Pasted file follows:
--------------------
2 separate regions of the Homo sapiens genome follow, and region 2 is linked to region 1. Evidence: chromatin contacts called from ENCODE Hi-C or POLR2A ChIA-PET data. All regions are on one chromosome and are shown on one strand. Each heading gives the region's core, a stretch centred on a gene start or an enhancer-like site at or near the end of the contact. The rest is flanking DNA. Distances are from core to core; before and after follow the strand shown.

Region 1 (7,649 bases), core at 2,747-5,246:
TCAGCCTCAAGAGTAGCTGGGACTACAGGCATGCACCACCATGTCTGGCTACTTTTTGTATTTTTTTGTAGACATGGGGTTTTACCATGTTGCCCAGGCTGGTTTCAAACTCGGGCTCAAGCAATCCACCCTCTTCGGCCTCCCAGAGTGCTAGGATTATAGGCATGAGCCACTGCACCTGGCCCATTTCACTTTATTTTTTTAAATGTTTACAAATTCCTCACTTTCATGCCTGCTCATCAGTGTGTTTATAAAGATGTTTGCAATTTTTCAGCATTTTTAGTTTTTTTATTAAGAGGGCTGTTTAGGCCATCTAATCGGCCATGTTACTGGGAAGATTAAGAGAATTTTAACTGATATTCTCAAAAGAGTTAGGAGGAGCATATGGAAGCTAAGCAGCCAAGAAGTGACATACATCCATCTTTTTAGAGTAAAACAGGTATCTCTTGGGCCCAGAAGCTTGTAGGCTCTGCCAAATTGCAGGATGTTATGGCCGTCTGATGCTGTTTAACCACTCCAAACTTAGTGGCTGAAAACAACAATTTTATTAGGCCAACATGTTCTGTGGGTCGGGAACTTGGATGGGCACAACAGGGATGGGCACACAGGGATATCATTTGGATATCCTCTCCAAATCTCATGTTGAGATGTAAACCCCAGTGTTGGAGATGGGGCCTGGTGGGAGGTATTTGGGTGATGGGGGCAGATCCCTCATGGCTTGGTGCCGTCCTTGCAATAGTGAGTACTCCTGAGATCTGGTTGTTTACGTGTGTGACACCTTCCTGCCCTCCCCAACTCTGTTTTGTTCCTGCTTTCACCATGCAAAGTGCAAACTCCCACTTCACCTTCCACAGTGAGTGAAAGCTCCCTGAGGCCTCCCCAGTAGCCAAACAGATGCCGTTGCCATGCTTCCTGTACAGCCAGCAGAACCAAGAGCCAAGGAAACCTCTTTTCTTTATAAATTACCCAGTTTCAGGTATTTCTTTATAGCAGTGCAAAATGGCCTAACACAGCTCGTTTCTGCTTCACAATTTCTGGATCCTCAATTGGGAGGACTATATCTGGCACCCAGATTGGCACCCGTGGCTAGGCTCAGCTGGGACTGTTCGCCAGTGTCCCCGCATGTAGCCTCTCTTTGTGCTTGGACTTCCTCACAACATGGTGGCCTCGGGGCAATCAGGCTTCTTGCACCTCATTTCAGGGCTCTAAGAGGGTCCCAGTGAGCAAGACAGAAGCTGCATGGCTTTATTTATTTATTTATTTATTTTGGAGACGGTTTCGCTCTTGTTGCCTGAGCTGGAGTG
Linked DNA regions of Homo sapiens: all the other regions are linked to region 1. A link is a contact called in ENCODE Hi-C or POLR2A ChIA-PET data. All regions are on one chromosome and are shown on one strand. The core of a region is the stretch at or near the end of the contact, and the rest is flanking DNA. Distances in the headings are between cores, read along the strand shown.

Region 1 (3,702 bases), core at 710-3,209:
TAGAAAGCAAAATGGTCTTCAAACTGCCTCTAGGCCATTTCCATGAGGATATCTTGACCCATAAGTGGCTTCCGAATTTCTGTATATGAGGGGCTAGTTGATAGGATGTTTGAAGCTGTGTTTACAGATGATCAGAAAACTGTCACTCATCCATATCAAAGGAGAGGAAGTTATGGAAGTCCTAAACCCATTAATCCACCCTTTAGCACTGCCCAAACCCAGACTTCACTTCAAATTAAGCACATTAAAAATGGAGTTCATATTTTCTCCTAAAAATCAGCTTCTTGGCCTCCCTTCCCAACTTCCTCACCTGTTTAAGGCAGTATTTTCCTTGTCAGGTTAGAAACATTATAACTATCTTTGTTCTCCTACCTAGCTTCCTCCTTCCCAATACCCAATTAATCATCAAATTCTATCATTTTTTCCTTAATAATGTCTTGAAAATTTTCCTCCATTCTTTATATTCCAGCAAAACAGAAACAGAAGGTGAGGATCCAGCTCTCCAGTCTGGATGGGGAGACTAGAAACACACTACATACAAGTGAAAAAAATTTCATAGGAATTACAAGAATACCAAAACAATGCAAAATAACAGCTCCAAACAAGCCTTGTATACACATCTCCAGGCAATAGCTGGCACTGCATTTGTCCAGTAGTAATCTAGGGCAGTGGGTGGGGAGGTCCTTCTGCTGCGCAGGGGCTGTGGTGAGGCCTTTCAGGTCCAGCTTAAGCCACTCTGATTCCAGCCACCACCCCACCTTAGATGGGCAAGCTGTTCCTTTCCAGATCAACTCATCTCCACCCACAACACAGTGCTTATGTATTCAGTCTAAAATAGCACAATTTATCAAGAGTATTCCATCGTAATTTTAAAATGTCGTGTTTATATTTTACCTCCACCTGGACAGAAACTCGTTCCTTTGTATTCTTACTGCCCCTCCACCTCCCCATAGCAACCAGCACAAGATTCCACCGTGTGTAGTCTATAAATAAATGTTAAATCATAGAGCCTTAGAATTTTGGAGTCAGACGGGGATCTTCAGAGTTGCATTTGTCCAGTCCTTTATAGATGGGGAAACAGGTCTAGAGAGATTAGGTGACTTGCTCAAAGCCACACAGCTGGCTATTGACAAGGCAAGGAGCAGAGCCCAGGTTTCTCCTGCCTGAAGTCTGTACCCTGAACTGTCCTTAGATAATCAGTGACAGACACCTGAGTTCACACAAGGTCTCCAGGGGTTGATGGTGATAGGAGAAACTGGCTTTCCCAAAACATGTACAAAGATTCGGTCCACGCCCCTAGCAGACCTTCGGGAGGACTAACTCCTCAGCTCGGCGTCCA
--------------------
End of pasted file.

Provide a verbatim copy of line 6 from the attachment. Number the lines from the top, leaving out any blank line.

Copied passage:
TAGAAAGCAAAATGGTCTTCAAACTGCCTCTAGGCCATTTCCATGAGGATATCTTGACCCATAAGTGGCTTCCGAATTTCTGTATATGAGGGGCTAGTTGATAGGATGTTTGAAGCTGTGTTTACAGATGATCAGAAAACTGTCACTCATCCATATCAAAGGAGAGGAAGTTATGGAAGTCCTAAACCCATTAATCCACCCTTTAGCACTGCCCAAACCCAGACTTCACTTCAAATTAAGCACATTAAAAATGGAGTTCATATTTTCTCCTAAAAATCAGCTTCTTGGCCTCCCTTCCCAACTTCCTCACCTGTTTAAGGCAGTATTTTCCTTGTCAGGTTAGAAACATTATAACTATCTTTGTTCTCCTACCTAGCTTCCTCCTTCCCAATACCCAATTAATCATCAAATTCTATCATTTTTTCCTTAATAATGTCTTGAAAATTTTCCTCCATTCTTTATATTCCAGCAAAACAGAAACAGAAGGTGAGGATCCAGCTCTCCAGTCTGGATGGGGAGACTAGAAACACACTACATACAAGTGAAAAAAATTTCATAGGAATTACAAGAATACCAAAACAATGCAAAATAACAGCTCCAAACAAGCCTTGTATACACATCTCCAGGCAATAGCTGGCACTGCATTTGTCCAGTAGTAATCTAGGGCAGTGGGTGGGGAGGTCCTTCTGCTGCGCAGGGGCTGTGGTGAGGCCTTTCAGGTCCAGCTTAAGCCACTCTGATTCCAGCCACCACCCCACCTTAGATGGGCAAGCTGTTCCTTTCCAGATCAACTCATCTCCACCCACAACACAGTGCTTATGTATTCAGTCTAAAATAGCACAATTTATCAAGAGTATTCCATCGTAATTTTAAAATGTCGTGTTTATATTTTACCTCCACCTGGACAGAAACTCGTTCCTTTGTATTCTTACTGCCCCTCCACCTCCCCATAGCAACCAGCACAAGATTCCACCGTGTGTAGTCTATAAATAAATGTTAAATCATAGAGCCTTAGAATTTTGGAGTCAGACGGGGATCTTCAGAGTTGCATTTGTCCAGTCCTTTATAGATGGGGAAACAGGTCTAGAGAGATTAGGTGACTTGCTCAAAGCCACACAGCTGGCTATTGACAAGGCAAGGAGCAGAGCCCAGGTTTCTCCTGCCTGAAGTCTGTACCCTGAACTGTCCTTAGATAATCAGTGACAGACACCTGAGTTCACACAAGGTCTCCAGGGGTTGATGGTGATAGGAGAAACTGGCTTTCCCAAAACATGTACAAAGATTCGGTCCACGCCCCTAGCAGACCTTCGGGAGGACTAACTCCTCAGCTCGGCGTCCA